Within an assembly, the coolant flow is in directions depicted by arrows as indicated in FIG. 7. The coolant circulates within portions of the assembly in diagonal directions, which in their entirety result in a generally circular flow pattern, one of which is indicated by the heavy outlined arrows in FIG. 7. FIG. 8 shows these flow areas within an assembly. As shown, some of the coolant is forced to leave the assembly and thereby enter an adjacent assembly, and at the same time, some coolant must enter the assembly from an adjacent assembly. Nuclear fuel assemblies are placed in the reactor core either all facing in the same direction or can be rotated by 180 degrees. In this manner, flow between adjacent assemblies is accomplished. However, an assembly rotated 90 or 270 degrees with respect to an adjacent assembly will impede the coolant flows into and out of the adjacent assemblies.
The flow of coolant across the fuel rods will set up lateral forces, which if not properly balanced, could cause assembly torque and distortion and in turn could lead to fretting and possibly assembly bowing. Inspection of the resulting force vectors due to coolant flow in diagonal directions shows that the present invention results in properly balanced forces with the result that there is no net torque set up by the coolant flow. This is shown in FIG. 9.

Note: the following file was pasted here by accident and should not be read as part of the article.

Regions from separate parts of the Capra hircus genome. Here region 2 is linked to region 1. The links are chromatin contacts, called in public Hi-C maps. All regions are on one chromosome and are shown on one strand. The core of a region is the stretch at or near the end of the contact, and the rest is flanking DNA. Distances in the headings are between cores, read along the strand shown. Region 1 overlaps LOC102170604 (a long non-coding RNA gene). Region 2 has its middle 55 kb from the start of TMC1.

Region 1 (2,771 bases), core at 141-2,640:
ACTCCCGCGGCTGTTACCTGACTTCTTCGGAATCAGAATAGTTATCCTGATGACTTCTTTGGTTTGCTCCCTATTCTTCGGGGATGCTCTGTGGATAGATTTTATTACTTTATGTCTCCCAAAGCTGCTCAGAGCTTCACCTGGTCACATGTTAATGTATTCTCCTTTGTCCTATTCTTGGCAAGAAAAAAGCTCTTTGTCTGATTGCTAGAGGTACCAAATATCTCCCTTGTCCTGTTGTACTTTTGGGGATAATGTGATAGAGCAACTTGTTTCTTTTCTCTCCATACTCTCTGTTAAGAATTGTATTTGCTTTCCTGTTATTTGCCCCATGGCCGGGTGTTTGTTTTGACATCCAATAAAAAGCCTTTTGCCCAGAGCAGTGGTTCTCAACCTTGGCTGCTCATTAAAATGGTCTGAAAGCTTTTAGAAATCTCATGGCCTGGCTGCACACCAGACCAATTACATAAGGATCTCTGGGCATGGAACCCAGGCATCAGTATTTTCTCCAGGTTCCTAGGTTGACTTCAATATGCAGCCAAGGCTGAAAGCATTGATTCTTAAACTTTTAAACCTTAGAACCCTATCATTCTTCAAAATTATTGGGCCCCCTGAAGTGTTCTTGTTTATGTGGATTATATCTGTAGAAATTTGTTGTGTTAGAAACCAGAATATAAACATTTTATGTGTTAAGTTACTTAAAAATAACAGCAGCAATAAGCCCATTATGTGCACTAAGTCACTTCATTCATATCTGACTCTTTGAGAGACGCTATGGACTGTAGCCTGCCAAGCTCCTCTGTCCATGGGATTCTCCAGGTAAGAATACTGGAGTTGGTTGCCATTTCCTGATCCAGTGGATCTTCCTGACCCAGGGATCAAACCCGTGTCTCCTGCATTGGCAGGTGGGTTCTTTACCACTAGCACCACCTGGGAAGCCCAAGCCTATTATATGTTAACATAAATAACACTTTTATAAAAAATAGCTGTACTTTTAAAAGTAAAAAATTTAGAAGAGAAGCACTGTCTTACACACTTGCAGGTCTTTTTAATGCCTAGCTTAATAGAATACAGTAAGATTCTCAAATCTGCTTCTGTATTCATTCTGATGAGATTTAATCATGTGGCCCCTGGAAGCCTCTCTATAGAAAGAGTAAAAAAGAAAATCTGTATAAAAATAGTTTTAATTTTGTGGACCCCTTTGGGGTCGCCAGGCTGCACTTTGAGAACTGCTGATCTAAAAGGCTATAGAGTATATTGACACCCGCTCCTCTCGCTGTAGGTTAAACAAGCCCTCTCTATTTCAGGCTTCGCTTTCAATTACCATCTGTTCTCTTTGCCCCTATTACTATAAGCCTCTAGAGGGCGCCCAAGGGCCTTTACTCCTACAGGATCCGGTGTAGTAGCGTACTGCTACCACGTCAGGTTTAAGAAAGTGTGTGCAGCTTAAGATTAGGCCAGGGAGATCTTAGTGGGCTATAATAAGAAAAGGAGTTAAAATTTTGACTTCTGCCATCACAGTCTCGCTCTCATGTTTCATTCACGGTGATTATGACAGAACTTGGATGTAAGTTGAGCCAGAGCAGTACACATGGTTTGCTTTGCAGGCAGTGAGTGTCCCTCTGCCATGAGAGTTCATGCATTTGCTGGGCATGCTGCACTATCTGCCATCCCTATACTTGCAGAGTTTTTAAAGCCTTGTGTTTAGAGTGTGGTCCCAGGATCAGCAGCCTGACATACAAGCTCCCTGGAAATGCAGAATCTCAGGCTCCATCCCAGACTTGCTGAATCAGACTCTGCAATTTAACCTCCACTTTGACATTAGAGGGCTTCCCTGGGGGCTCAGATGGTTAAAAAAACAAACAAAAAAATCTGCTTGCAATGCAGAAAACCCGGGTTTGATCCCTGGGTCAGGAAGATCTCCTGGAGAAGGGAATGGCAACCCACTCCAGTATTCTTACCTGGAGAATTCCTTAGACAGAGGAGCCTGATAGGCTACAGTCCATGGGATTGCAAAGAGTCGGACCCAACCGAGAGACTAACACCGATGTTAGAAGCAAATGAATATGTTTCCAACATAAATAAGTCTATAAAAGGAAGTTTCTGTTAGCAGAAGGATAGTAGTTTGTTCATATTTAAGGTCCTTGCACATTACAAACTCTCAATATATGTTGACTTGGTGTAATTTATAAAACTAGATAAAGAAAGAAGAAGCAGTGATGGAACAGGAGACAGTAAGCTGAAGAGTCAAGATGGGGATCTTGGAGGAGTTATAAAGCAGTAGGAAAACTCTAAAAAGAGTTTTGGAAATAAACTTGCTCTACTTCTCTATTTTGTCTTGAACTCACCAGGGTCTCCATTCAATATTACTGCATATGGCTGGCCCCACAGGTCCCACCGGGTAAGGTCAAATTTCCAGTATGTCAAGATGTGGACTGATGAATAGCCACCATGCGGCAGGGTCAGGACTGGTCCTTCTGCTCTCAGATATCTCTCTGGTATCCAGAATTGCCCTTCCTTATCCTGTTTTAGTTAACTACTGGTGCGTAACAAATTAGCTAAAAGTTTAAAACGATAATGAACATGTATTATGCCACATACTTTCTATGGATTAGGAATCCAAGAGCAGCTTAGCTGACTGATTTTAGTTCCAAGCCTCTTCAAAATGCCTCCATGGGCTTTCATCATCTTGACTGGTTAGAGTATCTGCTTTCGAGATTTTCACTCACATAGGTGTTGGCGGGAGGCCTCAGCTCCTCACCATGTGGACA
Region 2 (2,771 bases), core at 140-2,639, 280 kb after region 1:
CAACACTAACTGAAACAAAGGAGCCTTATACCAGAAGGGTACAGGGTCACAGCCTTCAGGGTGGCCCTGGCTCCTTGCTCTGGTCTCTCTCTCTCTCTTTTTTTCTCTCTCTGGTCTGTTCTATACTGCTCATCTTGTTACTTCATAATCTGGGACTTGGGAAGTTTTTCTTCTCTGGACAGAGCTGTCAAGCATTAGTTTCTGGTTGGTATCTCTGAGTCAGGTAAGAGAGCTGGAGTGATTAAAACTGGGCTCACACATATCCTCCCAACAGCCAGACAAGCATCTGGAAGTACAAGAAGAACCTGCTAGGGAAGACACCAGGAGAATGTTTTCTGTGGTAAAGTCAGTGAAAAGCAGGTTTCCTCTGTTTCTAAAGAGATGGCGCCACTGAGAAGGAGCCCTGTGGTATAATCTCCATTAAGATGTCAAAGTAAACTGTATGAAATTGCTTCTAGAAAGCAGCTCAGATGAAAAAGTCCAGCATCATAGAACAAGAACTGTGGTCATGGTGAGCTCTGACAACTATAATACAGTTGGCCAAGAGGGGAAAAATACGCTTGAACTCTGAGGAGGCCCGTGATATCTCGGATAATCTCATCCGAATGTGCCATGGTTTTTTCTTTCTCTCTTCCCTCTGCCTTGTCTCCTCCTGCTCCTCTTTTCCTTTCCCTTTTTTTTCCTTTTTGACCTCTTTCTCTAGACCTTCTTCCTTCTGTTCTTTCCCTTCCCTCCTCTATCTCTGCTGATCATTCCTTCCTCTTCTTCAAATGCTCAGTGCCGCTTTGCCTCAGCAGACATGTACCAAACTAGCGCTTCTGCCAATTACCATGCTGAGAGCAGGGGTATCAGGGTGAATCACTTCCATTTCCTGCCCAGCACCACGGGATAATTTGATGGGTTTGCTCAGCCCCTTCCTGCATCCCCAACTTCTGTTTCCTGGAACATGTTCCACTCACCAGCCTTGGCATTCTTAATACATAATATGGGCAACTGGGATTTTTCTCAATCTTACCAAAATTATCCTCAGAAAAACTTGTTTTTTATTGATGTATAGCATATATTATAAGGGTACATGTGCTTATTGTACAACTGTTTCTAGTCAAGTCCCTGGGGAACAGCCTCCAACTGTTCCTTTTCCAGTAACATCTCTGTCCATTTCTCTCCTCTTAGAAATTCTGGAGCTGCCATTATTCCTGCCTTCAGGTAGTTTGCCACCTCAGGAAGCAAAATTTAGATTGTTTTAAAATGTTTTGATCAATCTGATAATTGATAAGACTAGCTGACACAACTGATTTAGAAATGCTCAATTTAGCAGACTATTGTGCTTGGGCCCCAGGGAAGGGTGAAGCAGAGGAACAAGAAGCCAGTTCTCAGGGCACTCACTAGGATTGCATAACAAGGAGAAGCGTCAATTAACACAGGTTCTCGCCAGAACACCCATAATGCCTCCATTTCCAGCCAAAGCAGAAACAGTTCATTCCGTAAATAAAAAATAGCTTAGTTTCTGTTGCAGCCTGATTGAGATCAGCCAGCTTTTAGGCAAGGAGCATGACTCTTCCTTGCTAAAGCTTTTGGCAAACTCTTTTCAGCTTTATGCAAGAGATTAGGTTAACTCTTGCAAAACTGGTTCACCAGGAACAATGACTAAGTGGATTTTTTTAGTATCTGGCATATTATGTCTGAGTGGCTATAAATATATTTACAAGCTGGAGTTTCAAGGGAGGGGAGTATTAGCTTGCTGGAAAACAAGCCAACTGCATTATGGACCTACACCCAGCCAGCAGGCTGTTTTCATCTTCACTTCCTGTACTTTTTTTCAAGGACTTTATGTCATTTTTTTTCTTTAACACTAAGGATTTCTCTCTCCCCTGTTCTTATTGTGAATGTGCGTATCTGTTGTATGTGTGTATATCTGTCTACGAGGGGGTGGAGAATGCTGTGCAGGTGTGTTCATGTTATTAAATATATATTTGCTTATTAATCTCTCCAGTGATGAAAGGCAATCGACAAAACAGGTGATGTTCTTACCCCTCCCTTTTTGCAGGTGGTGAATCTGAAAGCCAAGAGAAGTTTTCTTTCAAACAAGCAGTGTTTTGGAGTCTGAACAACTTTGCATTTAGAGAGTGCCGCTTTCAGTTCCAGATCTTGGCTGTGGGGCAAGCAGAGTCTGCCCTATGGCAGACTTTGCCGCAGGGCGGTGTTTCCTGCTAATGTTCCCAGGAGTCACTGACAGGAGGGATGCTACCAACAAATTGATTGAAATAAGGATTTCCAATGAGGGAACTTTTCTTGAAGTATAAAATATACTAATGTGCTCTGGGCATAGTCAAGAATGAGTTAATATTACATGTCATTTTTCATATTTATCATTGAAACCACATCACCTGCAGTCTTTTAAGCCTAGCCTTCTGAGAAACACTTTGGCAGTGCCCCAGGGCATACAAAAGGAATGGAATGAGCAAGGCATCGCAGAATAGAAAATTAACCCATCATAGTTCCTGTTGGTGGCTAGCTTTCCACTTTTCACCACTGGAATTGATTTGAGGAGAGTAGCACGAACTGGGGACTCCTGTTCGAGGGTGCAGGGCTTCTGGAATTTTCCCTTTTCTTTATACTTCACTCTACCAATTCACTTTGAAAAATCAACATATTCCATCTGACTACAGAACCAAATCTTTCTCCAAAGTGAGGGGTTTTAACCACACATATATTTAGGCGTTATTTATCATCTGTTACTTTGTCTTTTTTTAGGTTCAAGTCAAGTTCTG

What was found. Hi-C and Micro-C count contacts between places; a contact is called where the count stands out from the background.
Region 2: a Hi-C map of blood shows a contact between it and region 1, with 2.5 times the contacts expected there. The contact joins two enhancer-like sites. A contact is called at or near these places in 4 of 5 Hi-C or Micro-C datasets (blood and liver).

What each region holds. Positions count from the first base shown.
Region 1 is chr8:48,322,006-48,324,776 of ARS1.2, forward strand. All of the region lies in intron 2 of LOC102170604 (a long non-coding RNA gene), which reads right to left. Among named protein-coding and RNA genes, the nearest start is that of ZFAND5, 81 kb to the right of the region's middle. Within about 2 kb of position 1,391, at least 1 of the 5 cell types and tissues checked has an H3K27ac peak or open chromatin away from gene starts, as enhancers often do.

The present invention also results in an improvement in departure from nucleate boiling. Thus, in accordance with the present invention, the spacer incorporating straight spacer strips will, regardless of how the flow nozzles are directed, have the following advantageous features: maintain spacer envelope without undue bowing-out of the side plates, prevent fuel rod pivoting, and hence maintain rod straightness and provide accurate rod-to-rod pitch. In a preferred embodiment the spacer is made of a zirconium alloy with corrosion resistant properties.
While the present invention has been particularly shown and described with reference to preferred embodiments thereof, it will be understood by those skilled in the art that various changes in form and details may be made therein without departing from the spirit and scope of the invention.
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|U.S. Classification||376/442, 376/462, 376/453, 376/443, 376/454, 376/439, 376/438, 376/441|
|International Classification||G21C3/352, G21C3/34, G21C3/356, G21C3/322|
|Cooperative Classification||G21C3/322, Y02E30/38, G21C3/352, G21Y2002/104, G21C3/3563, G21Y2004/302, G21C3/356, G21Y2002/207, Y02E30/32, G21Y2004/30, G21Y2002/204|
|European Classification||G21C3/356D, G21C3/356, G21C3/322, G21C3/352|
|Jan 16, 2001||AS||Assignment|
Owner name: SIEMENS POWER CORPORATION, WASHINGTON
Free format text: ASSIGNMENT OF ASSIGNORS INTEREST;ASSIGNOR:VAN SWAM, LEONARD F.P.;REEL/FRAME:011453/0671
Effective date: 20001211
|Aug 9, 2001||AS||Assignment|
Owner name: FRAMATOME ANP INC., VIRGINIA
Free format text: ASSIGNMENT OF ASSIGNORS INTEREST;ASSIGNOR:SIEMENS POWER CORPORATION;REEL/FRAME:012106/0075
Effective date: 20010718
|Jul 14, 2006||FPAY||Fee payment|
Year of fee payment: 4
|Sep 20, 2010||REMI||Maintenance fee reminder mailed|
|Feb 11, 2011||LAPS||Lapse for failure to pay maintenance fees|
|Apr 5, 2011||FP||Expired due to failure to pay maintenance fee|
Effective date: 20110211